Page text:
Doklam has set a benchmark for Sino-India relations for the future
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Issue Net Edition | Date : 19 Oct , 2017

The Doklam stand-off between India and China, which lasted for 72 days, and which took place in a remote area of the forbidden heights of eastern Himalayas, is symbolic of the continued lack of trust that exists between India and China, ever since the ‘Hindi-Chini Bhai Bhai’ slogan was turned on its head by Chinese aggression in 1962.

The humiliating reverses suffered by India in the 1962 war was a direct consequence of Nehru’s haughty moralizing on the conduct of diplomacy at various international fora, without backing it up with the required degree of military preparedness. On the other hand, averting a conflict in Doklam, without compromising our stand (our objection to China constructing a road till the tri-junction, as they define it), has been a welcome diplomatic victory, even though it may prove to be a short-lived one.

In all previous violations of the McMahon line by Chinese troops, the confrontation would be directly between the two belligerents, India and China; but not this time. This time it was not a routine violation of the Line of Actual Control (LAC) by the Chinese troops that needed an Indian response. Militarily and diplomatically, there was much in the Doklam stand-off that was different.

Doklam plateau falls in the Bhutanese territory. There is a pre-existing territorial dispute between Bhutan and China in this region. Therefore, to start with, this time there was a third (sovereign) country whose territory was violated. India got involved for various reasons; the most important being the fact that India and Bhutan have a defence treaty (Mutual Defence Agreement) which stipulates a specific role for India in Bhutan’s defence and external policies. But more importantly, the issue involved much more than merely standing by the ‘Treaty’.

As the summer of 2017 turned the valleys within the cold plateau into pleasant grazing grounds, the Chinese graziers began to bring their live stock for grazing into the lush green valleys and meadows. But shortly thereafter the India troops stationed in the Chumbi Valley noticed heavy road-construction equipment being parked by the Chinese on the tracks which led to their posts. It was not long before the middle of June 2017, that Chinese started constructing a road towards the Tri-junction. It is at this point that Indian troops physically intervened to prevent the construction activity, resulting in the stand-off.

The Chinese had planned to construct a road through Bhutan to a disputed Tri-junction point involving India, China and Bhutan. When completed it would link Lhasa-Shingatse to Yadong in the heart of Chhumbi valley. The dispute arose because this would seriously change the status quo. As a matter of fact, it was only in 1960 that Chinese graziers for the first time started bringing their live stock into the area; whereas the Bhutanese graziers have been using this area for centuries. In 2012, it had been mutually decided to determine the tri-junction points between the three affected countries, China, India and Bhutan and it was further agreed that none of the affected parties will take any unilateral action on the issue.

In the Treaties of 1988 and 1998 it was agreed by China and Bhutan to maintain peace in the area, pending a final settlement. It may be mentioned that the exact location of the Tri-Junction point between India, Bhutan and Tibet had not been agreed upon. According to the watershed theory, which India is wedded to, the Tri-junction is at Batangla, which is nearly 8 km north of where Chinese claim it to be, i.e., Gyemochen. As a matter of fact, a joint survey of the area was also carried out. After holding 24 rounds of talks with China, the Royal Government of Bhutan said, “On June 16, 2017, China started constructing road from Dokla to Dhoklam area towards the Bhutan Army Camp at Zomplri without informing Bhutan…”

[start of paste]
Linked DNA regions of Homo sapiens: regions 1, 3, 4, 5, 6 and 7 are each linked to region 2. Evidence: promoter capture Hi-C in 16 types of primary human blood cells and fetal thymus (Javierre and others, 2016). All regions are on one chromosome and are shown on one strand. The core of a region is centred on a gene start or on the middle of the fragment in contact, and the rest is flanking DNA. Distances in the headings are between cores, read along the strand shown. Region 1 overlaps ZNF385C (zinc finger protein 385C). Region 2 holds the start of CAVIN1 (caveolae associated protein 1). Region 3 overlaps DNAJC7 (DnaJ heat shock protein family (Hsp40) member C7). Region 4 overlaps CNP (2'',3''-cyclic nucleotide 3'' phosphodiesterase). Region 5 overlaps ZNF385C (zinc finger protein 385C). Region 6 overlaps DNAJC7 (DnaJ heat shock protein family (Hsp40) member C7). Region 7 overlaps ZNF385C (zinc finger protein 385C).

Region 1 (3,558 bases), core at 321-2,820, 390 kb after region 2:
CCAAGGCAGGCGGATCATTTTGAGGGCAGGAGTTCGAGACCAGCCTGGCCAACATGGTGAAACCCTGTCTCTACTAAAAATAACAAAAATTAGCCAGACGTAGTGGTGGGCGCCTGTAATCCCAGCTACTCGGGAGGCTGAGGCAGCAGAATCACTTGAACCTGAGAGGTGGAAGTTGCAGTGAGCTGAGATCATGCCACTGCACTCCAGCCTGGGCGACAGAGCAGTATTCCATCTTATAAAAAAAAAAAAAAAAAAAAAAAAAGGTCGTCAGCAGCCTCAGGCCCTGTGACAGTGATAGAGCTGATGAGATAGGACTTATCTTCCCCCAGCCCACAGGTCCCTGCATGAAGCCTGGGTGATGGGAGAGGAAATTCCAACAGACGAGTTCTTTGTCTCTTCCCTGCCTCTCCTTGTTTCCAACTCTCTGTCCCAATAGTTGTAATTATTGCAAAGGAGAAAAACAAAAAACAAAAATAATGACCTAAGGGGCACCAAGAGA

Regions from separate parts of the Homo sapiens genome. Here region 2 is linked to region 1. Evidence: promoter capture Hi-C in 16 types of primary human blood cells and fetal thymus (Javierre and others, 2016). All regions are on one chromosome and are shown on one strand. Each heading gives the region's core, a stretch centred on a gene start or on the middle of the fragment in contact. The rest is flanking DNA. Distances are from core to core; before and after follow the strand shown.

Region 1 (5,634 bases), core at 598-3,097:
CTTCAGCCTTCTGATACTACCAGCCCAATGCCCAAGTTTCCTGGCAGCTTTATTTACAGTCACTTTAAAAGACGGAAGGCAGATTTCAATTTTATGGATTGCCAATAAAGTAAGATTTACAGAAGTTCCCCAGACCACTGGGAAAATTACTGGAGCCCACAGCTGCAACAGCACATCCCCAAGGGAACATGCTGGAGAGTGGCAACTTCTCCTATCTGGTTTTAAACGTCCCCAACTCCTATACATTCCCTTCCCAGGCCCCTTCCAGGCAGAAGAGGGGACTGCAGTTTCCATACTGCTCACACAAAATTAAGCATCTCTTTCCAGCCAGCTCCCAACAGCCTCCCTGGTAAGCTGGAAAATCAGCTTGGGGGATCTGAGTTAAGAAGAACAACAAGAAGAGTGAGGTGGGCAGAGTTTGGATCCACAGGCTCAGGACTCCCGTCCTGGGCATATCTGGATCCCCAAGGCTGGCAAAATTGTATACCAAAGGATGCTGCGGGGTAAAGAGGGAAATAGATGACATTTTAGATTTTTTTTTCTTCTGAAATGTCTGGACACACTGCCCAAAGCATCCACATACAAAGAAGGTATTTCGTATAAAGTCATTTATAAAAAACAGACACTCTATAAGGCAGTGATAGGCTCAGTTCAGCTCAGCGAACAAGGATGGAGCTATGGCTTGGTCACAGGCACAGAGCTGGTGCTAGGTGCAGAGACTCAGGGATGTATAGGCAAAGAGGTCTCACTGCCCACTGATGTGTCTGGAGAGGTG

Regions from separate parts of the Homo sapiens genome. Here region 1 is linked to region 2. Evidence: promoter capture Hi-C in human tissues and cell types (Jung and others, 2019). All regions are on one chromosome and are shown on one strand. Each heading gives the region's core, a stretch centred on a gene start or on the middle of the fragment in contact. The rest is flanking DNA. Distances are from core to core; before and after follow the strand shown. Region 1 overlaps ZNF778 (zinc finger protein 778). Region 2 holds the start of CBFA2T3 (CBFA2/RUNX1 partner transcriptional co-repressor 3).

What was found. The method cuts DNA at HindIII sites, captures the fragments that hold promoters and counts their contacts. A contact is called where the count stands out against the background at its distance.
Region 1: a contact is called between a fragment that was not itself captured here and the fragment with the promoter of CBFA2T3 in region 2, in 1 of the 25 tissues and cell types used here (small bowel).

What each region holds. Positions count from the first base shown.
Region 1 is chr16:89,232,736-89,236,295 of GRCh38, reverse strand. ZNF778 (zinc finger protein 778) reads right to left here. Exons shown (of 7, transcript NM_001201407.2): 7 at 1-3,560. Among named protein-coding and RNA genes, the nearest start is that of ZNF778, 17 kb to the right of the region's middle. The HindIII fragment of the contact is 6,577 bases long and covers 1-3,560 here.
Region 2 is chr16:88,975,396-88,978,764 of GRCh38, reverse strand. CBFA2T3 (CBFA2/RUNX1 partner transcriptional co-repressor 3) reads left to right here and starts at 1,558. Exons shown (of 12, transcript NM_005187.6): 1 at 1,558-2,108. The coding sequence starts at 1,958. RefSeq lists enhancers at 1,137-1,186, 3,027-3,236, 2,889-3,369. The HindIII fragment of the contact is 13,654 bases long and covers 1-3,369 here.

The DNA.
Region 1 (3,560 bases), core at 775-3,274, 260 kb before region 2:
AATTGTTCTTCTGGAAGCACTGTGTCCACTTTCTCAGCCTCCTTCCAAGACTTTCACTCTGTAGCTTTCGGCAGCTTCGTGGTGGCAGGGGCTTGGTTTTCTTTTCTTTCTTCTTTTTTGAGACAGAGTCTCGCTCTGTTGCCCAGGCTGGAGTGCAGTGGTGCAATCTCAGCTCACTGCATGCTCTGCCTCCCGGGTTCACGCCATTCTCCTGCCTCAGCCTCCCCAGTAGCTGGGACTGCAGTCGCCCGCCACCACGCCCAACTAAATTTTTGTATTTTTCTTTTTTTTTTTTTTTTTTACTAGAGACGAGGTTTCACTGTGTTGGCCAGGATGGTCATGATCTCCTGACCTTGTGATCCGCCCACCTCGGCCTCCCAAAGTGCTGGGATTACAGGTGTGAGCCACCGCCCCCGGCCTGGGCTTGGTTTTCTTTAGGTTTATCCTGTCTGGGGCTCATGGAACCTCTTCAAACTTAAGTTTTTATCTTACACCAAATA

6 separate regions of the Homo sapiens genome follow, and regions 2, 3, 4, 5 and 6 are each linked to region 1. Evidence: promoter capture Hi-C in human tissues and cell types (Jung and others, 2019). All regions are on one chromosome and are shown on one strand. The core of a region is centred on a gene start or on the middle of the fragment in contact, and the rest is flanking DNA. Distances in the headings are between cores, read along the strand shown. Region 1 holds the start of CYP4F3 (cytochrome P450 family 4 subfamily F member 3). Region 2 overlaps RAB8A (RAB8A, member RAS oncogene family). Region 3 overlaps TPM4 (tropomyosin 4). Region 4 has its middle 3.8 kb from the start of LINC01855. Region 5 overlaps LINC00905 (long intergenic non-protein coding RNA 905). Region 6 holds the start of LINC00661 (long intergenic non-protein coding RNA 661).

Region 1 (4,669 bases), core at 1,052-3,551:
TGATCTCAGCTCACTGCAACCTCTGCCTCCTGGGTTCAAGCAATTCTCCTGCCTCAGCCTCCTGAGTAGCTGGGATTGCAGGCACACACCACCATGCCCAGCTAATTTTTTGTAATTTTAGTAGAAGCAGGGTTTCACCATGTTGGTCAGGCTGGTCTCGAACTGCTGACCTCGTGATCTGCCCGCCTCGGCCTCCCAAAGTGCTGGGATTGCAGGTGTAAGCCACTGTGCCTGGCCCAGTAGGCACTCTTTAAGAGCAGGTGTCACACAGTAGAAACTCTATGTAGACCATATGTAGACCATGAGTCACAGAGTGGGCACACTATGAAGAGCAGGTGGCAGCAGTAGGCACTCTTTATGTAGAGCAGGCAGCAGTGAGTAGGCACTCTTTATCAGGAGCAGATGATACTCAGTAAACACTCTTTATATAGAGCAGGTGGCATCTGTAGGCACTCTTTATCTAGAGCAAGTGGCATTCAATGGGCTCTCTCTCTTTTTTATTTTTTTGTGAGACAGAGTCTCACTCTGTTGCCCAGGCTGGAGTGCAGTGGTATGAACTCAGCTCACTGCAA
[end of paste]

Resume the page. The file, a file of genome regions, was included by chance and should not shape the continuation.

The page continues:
It is not that the area has suddenly come to the notice of the Chinese as theirs, and which needed immediate occupation. Letters about the area were exchanged between the two big neighbours, India and China, as far back as 1966 (Vol 13 & 14 of the correspondence of Ministry of External Affairs, 1966- White Paper on China). In 2005,India and China had agreed to a formulation on a ‘ settled population’ as one of the ‘Guiding Principles’ for a boundary settlement, but within a year, the Chinese envoy claimed all of Arunachal Pradesh, while at the same time, claiming 496 Sq Km in eastern Bhutan and 286 Km in the western sector, which included Doklam area.

Clearly this created apprehension in the minds of Bhutan Government which saw a threat building up to Phuntsling, the entry point for Bhutan from India. If China were to occupy the disputed area, they would control the high mountain ridges, putting Haa, Paro and Thimpu, Bhutan’s three most important cities, within Chinese artillery range.

The implication of the construction of the Chinese road to the Tri-junction that it determined unilaterally, would lead to the annexation of the Doklam sector, permitting the PLA to widen the western shoulder of the Chhumbi Valley which would facilitate its military strike through Chhumbi Valley towards Siliguri Corridor, posing a grave threat to India’s security of its entire northeast region. The Chinese intended to take the whole of western shoulder of Chumbi Valley, permitting them to take the road to their version of Tri-junction, i.e., Mount Gyemochen, which is 10 km south of India’s interpretation, i.e., east of Batangla Pass. This would point the Chinese dagger at India’s north-eastern states.

Actually the Chinese objective was to come on to the Zomperi Ridge, 7.5 Km south of Batangla with the aim of buttressing its claims on Doklam. It is pertinent to mention that Indian troops here are at an advantage, as they were in Sumdrong Chu in 1986. This grave threat to India’s north-eastern states led to the Indian local formations in the region getting specific instructions. These were:-